Some campgrounds offer tent pads where campers can set up their tents. These are designated spots in each campsite designed specifically for holding the tent.
A campground description that includes something such as “Tents must fit inside a 20×20′ footprint” means that the sites each have a tent pad. Campers have to set up their tents on these pads, not on other parts of the campsite.
Why do some campgrounds use tent pads?
The main reason a campground has tent pads is to protect the vegetation and try to preserve the natural beauty of the area. When tent pads are used, the grass and plants in the rest of the campground are protected from the damage caused by being covered by tents and having stakes driven into the ground.
Tent pads can also open up more area for camping. A place that otherwise doesn’t have space for pitching tents can be turned into a nice campground by building raised tent pads.
The photo above was taken at Hungry Mother State Park in Virginia. The 11-site “Campground C” probably wouldn’t exist as a campground if not for tent pads. Our tent pad was one of many that projected out over a sloping hillside. Without the tent pad, it would have been impossible to find a level spot for our tent.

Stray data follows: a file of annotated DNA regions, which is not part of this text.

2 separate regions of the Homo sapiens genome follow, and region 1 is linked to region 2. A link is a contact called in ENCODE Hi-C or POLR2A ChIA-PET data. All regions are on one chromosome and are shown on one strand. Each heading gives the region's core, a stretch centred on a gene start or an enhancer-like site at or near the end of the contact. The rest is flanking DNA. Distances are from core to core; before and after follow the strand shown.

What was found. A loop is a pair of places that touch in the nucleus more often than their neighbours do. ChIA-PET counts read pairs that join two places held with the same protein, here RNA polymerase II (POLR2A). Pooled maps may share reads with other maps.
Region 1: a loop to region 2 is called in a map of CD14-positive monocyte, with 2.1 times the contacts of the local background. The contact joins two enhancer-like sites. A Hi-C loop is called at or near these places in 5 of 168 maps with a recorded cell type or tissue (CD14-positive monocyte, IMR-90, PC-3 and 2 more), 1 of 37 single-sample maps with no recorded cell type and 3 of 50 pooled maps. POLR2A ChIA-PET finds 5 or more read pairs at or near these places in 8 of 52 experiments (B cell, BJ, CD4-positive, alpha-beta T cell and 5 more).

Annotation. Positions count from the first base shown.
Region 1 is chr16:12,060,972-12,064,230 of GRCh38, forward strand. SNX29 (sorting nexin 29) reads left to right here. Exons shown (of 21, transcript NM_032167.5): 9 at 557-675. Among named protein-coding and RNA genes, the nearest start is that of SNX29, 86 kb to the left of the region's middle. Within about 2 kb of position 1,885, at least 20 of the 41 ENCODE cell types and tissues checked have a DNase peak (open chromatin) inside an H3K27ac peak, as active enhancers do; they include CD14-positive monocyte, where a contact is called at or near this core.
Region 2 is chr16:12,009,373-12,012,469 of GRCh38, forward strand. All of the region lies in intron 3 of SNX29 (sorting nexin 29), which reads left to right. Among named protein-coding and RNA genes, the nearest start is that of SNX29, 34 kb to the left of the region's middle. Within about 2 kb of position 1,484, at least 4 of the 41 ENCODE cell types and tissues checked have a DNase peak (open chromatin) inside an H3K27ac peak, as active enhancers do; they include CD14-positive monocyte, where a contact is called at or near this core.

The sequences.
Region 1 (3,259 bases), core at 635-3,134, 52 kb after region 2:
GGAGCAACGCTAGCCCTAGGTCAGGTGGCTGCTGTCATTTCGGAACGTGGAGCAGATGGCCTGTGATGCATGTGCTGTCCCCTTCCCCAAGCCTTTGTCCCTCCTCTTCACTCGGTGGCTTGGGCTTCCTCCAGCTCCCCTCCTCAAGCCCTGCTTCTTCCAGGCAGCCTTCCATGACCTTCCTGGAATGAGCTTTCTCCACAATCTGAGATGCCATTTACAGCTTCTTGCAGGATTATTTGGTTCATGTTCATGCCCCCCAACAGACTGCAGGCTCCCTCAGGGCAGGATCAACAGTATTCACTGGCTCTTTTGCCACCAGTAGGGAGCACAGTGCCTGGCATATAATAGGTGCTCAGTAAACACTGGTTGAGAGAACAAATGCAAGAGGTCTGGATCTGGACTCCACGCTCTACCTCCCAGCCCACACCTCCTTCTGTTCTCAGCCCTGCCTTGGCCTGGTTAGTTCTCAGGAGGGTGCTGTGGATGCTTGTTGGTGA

The tent pads at this campground, as you can see, are built just like a deck. Other tent pads may be lower to the ground and covered with indoor-outdoor carpet like you’d find on a putting green.
A couple drawbacks to tent pads . . .
The deck-style pads are hard. Imagine sleeping on your deck, and that’s exactly what the deck-tent-pad feels like. We’ve never stayed at a site with any other type of tent pad, so we can’t offer any feedback on what they feel like. (If you can, please comment below!)
If you have an air mattress, cot, or other sleeping surface besides just a sleeping bag, the hard surface shouldn’t matter much. For us, it was tolerable for sleeping, but we were pretty sore the next day. (The kids don’t seem to notice, though!)
On a tent pad, you can’t stake down your tent. If the weather gets especially windy, an un-staked tent might be going . . . going . . . gone!
Our tent side windows must be tied out, or they flop toward the inside of the tent. At Hungry Mother State Park, it worked well for us to tie the window lines to the deck railing. I’m not sure how it could be done if the tent pad had no railing and no place to drive in stakes.
Have you camped on a different type of tent pad? We’d love to hear your experience! Please comment below or send us a message. We may be able to feature your comments in a future article.